On September 19, 2011, about 1315 mountain daylight time, a McArthur Steen Skybolt, N77VW, collided with terrain following an in-flight structural failure near Greenleaf, Idaho. The pilot was operating the experimental amateur-built airplane under the provisions of Title 14 Code of Federal Regulations (CFR) Part 91. The airline transport pilot was not injured, the airplane sustained substantial damage and became completely fragmented during the impact sequence. The local flight departed Caldwell, Idaho, about 1255. Visual meteorological conditions prevailed, and no flight plan had been filed. Use your browsers 'back' function to return to synopsisReturn to Query Page
The pilot was performing aerobatic maneuvers in a practice area. He completed a routine uneventfully, and elected to perform it a second time. During the initial dive when he began to level the airplane, he observed the outboard trailing edge section of the upper left wing fail, with fabric material in trail from the aft spar, which appeared to be devoid of any wing ribs. He regained partial control of the airplane, but elected to bail out a short time later. The airplane subsequently rolled inverted, and began a near-vertical descent into a field.
The single engine biplane was comprised of wooden wings, covered in fabric. It was built from plans, completed in 1996, and purchased by the pilot 16 months prior to the accident. The pilot described the build quality of the airplane as, "average" and as such, had planned to ultimately restore the airplane. He noted sections of chipped paint and circular, "ringworm" cracks in the surfaces of the fabric covering, which he attributed to the airplane being painted with automobile paint.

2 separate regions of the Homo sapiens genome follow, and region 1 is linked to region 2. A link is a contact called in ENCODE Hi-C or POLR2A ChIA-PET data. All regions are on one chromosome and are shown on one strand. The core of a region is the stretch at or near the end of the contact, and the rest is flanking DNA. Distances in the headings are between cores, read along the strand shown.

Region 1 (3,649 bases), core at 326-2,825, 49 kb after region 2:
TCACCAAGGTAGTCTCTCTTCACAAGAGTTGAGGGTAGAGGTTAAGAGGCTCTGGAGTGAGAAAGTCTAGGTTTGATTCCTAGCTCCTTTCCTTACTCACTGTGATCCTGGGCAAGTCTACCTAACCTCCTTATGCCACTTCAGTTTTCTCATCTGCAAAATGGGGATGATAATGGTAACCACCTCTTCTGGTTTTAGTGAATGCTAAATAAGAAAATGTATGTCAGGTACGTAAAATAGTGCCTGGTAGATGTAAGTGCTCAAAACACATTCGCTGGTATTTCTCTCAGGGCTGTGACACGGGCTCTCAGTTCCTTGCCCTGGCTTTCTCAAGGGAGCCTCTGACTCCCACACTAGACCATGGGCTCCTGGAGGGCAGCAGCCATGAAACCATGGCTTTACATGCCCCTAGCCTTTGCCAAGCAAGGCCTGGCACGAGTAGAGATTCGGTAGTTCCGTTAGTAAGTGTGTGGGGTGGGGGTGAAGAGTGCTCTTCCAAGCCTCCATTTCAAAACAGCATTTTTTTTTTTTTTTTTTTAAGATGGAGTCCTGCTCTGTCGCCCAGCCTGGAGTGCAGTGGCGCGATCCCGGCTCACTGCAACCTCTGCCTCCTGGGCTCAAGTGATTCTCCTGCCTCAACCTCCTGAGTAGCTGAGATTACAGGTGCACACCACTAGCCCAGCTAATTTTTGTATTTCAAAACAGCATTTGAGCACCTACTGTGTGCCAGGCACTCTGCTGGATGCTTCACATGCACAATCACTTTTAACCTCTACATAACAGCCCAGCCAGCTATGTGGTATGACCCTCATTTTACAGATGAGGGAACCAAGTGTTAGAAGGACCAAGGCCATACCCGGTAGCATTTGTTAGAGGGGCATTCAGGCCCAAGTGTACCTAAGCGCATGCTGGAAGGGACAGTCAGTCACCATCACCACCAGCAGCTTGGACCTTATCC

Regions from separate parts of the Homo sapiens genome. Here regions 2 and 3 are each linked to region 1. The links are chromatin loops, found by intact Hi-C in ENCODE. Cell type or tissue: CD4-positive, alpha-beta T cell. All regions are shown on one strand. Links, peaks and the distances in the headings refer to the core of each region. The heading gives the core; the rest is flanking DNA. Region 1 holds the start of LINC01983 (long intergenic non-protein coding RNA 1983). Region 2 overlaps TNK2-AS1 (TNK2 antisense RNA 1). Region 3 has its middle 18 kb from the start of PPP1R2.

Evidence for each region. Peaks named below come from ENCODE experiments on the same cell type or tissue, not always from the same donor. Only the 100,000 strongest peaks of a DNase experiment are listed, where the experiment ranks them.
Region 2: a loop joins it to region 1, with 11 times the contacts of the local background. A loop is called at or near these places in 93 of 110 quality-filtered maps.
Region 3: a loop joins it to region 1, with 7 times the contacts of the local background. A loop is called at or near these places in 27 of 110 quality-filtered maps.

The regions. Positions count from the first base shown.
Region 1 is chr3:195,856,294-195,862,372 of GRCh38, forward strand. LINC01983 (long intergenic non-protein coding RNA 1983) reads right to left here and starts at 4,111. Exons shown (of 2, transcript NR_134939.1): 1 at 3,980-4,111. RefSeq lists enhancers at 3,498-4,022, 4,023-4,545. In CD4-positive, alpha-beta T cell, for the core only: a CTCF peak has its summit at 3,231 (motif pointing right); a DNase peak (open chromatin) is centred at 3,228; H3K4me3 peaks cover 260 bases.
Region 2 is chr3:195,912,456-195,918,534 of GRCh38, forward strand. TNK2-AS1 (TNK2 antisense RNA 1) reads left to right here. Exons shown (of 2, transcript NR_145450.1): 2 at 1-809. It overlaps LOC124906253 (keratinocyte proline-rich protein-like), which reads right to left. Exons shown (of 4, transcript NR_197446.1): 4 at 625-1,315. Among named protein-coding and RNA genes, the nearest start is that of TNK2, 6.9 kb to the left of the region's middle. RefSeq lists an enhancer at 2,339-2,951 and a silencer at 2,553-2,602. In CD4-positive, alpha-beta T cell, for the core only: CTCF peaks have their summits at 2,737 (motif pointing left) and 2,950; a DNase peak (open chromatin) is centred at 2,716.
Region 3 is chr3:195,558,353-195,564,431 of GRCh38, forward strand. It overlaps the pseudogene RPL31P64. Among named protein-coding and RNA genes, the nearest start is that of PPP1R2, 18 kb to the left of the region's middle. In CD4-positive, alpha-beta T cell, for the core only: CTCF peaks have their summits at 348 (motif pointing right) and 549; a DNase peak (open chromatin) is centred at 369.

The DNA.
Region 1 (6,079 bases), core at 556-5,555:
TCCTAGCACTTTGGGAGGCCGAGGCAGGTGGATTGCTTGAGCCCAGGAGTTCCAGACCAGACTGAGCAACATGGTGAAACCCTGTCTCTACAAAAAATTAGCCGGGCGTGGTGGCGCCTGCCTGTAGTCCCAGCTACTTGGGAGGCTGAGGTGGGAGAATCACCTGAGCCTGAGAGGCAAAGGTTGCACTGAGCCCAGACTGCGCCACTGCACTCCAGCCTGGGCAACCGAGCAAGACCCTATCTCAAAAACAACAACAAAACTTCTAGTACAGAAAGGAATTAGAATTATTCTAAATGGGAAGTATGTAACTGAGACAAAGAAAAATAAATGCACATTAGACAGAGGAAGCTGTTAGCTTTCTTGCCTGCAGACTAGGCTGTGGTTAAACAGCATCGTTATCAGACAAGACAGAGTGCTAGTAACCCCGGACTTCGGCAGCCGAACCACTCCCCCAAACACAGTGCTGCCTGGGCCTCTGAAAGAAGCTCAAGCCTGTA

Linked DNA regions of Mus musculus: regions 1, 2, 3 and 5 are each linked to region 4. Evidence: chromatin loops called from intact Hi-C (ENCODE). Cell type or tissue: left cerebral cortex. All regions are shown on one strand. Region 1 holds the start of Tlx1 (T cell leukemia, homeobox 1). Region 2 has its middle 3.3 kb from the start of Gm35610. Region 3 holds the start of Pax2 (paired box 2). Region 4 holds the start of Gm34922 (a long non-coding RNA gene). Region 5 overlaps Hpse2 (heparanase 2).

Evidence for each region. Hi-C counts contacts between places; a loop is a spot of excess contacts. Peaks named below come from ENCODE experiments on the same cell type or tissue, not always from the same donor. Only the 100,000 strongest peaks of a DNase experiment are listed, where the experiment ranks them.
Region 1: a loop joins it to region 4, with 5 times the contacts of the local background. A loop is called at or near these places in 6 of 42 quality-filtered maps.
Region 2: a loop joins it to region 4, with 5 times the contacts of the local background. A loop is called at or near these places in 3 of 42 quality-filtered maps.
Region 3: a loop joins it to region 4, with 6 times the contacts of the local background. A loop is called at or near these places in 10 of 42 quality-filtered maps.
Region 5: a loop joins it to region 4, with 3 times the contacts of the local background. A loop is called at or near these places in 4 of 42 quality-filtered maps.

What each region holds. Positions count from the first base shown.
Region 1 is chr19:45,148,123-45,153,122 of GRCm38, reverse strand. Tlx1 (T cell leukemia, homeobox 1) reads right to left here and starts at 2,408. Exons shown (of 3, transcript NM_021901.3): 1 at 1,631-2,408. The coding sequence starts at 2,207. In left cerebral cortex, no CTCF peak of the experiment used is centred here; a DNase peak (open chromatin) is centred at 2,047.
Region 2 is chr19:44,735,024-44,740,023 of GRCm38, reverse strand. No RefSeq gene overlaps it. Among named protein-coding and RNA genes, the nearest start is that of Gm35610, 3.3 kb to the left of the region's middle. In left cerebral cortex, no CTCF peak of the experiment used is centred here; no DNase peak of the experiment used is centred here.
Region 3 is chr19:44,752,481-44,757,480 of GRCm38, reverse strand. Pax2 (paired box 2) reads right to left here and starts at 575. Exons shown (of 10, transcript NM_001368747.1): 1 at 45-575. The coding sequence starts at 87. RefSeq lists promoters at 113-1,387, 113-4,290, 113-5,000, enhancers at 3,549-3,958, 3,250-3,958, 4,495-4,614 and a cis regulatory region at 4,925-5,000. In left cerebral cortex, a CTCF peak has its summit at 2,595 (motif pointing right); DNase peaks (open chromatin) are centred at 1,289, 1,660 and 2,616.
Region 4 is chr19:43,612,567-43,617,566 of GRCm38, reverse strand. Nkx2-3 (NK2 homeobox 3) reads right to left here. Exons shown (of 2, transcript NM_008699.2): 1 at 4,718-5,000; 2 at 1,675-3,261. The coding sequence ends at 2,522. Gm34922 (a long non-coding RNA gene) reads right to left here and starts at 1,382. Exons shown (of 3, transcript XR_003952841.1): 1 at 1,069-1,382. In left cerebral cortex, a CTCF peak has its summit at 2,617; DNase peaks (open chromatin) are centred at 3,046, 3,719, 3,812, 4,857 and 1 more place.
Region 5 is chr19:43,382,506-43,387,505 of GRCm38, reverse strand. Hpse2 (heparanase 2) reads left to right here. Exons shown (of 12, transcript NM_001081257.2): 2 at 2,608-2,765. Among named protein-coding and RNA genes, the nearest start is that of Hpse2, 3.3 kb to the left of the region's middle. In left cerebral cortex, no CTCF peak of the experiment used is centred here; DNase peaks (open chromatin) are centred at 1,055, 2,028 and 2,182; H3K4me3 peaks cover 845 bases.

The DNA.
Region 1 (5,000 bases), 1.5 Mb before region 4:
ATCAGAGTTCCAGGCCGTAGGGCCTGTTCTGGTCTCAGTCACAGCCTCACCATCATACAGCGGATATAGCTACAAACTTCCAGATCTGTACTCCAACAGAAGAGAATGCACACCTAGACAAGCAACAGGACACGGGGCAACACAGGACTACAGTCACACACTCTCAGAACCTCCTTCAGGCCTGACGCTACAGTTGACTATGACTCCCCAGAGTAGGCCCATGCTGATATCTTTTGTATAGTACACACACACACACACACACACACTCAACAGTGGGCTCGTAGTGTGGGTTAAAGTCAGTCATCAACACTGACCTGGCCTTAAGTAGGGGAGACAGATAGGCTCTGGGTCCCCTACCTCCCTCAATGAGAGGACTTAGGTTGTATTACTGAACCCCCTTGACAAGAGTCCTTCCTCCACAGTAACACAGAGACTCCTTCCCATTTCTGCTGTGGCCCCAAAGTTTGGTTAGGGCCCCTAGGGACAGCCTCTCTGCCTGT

The failed upper wing section was subsequently examined by an investigator from the NTSB, and an inspector from the Federal Aviation Administration (FAA). The wing structure had become heavily fragmented, with the spar fractured into multiple sections. The aft ribs inboard of the aileron were not located, and presumed to have separated in flight. All remaining ribs and spar fragments were free of rot.
Sections of the wing fabric covering material garnered from the upper wing were recovered for examination. The material bore the stamp, 'Poly-Fiber D-103 FAA PMA Stits Aircraft'. The samples were examined at the facilities of Consolidated Aircraft Coatings, the manufacturer of the Poly-Fiber material, in the presence of the NTSB investigator-in-charge. Representatives from Consolidated determined that the material was of the medium weight type, manufactured before 1992. A tensile breaking strength test was performed on two 1-inch-wide strips, utilizing a calibrated load cell. The materials yielded at a force of between 91.20 and 91.67 pounds. The minimum acceptable yield value for this material was 90 pounds.
According to the FAA approved Poly-Fiber installation manual "How to Cover an Aircraft Using the Poly-Fiber System," in order to utilize the fabric material on a certified airplane, it must be treated after installation with a sealant (Poly-Brush), aluminum impregnated ultraviolet (UV) protection coating (Poly-Spray), and a final color coat (Poly-Tone). Examination of the recovered material revealed that the paint had become cracked, fragmented, and separated from the majority of the fabric surface. The material exhibited light streaks of pink fabric sealer, which covered about 50% of the fabric surface. The installation manual states that a correctly sealed surface should be uniformly deep pink in color. Paint fragments were examined, and were brittle when worked by hand. The paint consisted of layers of the ultraviolet protection coating with a final coat of what appeared to be automotive paint. The installation manual states the following regarding the use of automotive paints:
"Premature failure of cover jobs is often caused by automotive paint cracking over Poly-Brush and Poly-Spray. When these brittle paints fail, they take subcoatings with them, exposing the fabric to UV damage."
The installation manual states that a raw, uncoated piece of Poly-Fiber material, left exposed outside for 1 year will lose about 85% of its strength.
The pilot stated that he did not observe substantial cracks in the area of the wing failure, and that the nature of other cracks was acceptable, when referenced against the installation manual's inspection procedures.